Finance & Accounting

Right to Revise Return after Amalgamation

Amalgamation

The dynamic nature of the global economy demands corporations to restructure themselves to remain competitive. The corporate restructuring includes mergers and acquisitions, takeovers, amalgamations, etc. The power to sanction schemes of restructuring and amalgamation is vested with the National Company Law Tribunal (NCLT) as per sections 230 to 232 of the Companies Act, 2013. A duly sanctioned scheme provides a mechanism for the transfer of business, assets, liabilities, etc. Apart from these the scheme also deals with the impact on stakeholders, tax costs and other related matters. If such a scheme involves tax costs then the question that arises is: When should the return be filed? If there arises a need to revise the return, by when should the revised return be filed? Can the revised return be filed after the amalgamation has been settled? In this blog, we are going to discuss the validity of revised Income Tax Returns (ITR) filed by the two amalgamated companies, after the expiry of the statutory deadline in the Income Tax Act, 1961 (IT Act) without obtaining an extension to the filing deadline from the Central Board of Direct Taxes (CBDT).

The Hon’ble Supreme Court in the case of M/s Dalmia Power Limited &Anr. vs. The Assistant Commissioner of Income Tax (Civil Appeal Nos. 9496-99 of 2019) dated 18th December 2019 upheld the validity of the revised return filed after the amalgamation has been settled. The rationale behind it is that in the process of amalgamation, the approvals come from various regulatory and statutory authorities who take considerable time and delays are sometimes inevitable. The resulting company which is the successor becomes liable to be taxed making it mandatory to file a revised return of income in terms of the amalgamation. Further, the scheme of amalgamation approved by the NCLT requires the resulting company to comply with all relevant laws to make the amalgamation effective.

Background of the Case

Two Indian companies were involved in separate amalgamation transactions which were approved by the NCLT with retroactive effect. The approved scheme for amalgamation allowed the companies to revise returns after the expiry of the statutory deadline. On that basis, both companies filed their revised returns. However, the tax authorities considered the revised returns invalid. The grounds on which the tax authorities considered the revised returns invalid are:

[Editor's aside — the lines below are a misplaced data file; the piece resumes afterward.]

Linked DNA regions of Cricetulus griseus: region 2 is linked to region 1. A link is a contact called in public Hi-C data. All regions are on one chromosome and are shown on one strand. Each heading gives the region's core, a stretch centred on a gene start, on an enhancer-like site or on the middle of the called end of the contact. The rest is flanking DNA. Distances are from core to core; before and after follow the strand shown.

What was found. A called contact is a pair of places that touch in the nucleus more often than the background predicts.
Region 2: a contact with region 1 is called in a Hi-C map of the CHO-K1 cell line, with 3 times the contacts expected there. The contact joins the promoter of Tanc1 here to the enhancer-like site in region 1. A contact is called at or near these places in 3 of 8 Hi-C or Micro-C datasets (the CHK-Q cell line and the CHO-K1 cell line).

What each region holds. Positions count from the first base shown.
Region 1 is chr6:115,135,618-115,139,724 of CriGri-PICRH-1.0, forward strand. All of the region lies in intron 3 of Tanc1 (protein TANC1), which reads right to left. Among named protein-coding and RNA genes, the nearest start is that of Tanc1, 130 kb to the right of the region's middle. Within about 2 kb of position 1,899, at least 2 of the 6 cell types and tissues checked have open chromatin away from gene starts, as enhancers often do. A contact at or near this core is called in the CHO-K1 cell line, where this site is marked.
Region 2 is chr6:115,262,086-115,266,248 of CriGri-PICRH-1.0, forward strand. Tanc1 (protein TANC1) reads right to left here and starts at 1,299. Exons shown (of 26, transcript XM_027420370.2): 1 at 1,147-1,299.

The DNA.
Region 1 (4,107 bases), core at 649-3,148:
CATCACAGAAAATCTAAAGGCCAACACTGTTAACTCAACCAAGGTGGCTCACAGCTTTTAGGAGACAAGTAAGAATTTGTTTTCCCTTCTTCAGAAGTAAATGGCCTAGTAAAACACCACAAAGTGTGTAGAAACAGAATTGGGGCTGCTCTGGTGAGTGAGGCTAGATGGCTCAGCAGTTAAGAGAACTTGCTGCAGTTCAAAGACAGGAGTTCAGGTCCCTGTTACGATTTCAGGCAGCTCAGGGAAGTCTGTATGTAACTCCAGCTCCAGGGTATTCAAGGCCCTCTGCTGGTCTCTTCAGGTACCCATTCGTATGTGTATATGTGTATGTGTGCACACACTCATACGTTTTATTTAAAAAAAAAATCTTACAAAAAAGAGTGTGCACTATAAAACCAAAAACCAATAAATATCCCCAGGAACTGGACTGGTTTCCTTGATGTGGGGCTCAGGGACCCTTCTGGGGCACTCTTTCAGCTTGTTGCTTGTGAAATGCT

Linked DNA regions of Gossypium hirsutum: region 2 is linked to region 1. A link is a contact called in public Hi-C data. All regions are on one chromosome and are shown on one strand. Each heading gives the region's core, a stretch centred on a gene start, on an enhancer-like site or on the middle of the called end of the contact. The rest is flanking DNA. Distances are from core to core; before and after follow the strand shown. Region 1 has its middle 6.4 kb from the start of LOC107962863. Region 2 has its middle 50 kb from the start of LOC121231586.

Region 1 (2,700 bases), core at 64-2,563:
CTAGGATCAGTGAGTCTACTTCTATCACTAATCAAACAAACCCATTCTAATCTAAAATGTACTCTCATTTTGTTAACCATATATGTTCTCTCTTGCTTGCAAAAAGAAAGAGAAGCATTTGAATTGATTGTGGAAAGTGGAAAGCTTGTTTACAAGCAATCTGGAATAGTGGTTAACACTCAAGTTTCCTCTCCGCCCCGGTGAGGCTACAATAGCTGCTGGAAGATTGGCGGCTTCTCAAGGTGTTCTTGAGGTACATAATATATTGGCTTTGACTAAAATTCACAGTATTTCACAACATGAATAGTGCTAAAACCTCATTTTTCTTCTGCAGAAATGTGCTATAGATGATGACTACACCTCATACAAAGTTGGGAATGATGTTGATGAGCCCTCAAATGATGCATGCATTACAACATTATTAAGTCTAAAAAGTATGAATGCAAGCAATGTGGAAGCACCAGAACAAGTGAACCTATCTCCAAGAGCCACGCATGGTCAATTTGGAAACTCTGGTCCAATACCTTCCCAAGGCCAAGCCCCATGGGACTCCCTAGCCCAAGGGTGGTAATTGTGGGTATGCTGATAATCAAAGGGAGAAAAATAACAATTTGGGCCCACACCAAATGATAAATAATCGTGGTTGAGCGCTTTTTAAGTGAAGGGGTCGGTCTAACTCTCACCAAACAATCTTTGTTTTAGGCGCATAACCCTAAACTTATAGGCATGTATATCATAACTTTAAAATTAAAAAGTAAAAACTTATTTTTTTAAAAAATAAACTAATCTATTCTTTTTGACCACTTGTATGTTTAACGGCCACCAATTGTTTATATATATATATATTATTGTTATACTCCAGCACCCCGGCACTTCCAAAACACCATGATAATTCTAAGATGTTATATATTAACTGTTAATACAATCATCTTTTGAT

1. The revised returns were filed after the expiry of the time limit prescribed under section 139(5) of the IT Act.
  2. The revised return was not filed electronically as per 12(3) of the Income Tax Rules, 1962 (IT Rules) instead it was filed in a paper form.
  3. The companies had not applied for an extension of time to file revised returns from CBDT as per section 119(2) (b) of the IT Act read with CBDT Circular No. 09 of 2015 on late filing of returns.
READ  Debt Collection: An Analysis

Aggrieved by the tax authorities, the two companies approached the Hon’ble High Court by filing Writ Petitions. The Single Bench of the Hon’ble High Court upheld the validity of the revised returns filed by the two companies after the amalgamation. Aggrieved by the decision of the Single Bench, the tax authorities filed an appeal before the Division Bench of the Hon’ble High Court. The Division Bench upheld the order of the Single Bench to the extent that revised returns filed in accordance with an amalgamation approved by the NCLT after the expiry of the statutory time frame shall be accepted if the revised returns are filed after applying for an extension of time limit for filing the revised return and over-ruled the order of the single bench to the extent where the revised return is filed without seeking an extension of time limit for filing the revised return from CBDT. Being aggrieved by the order of the Division Bench, the two companies approached the Hon’ble Supreme Court in appeal.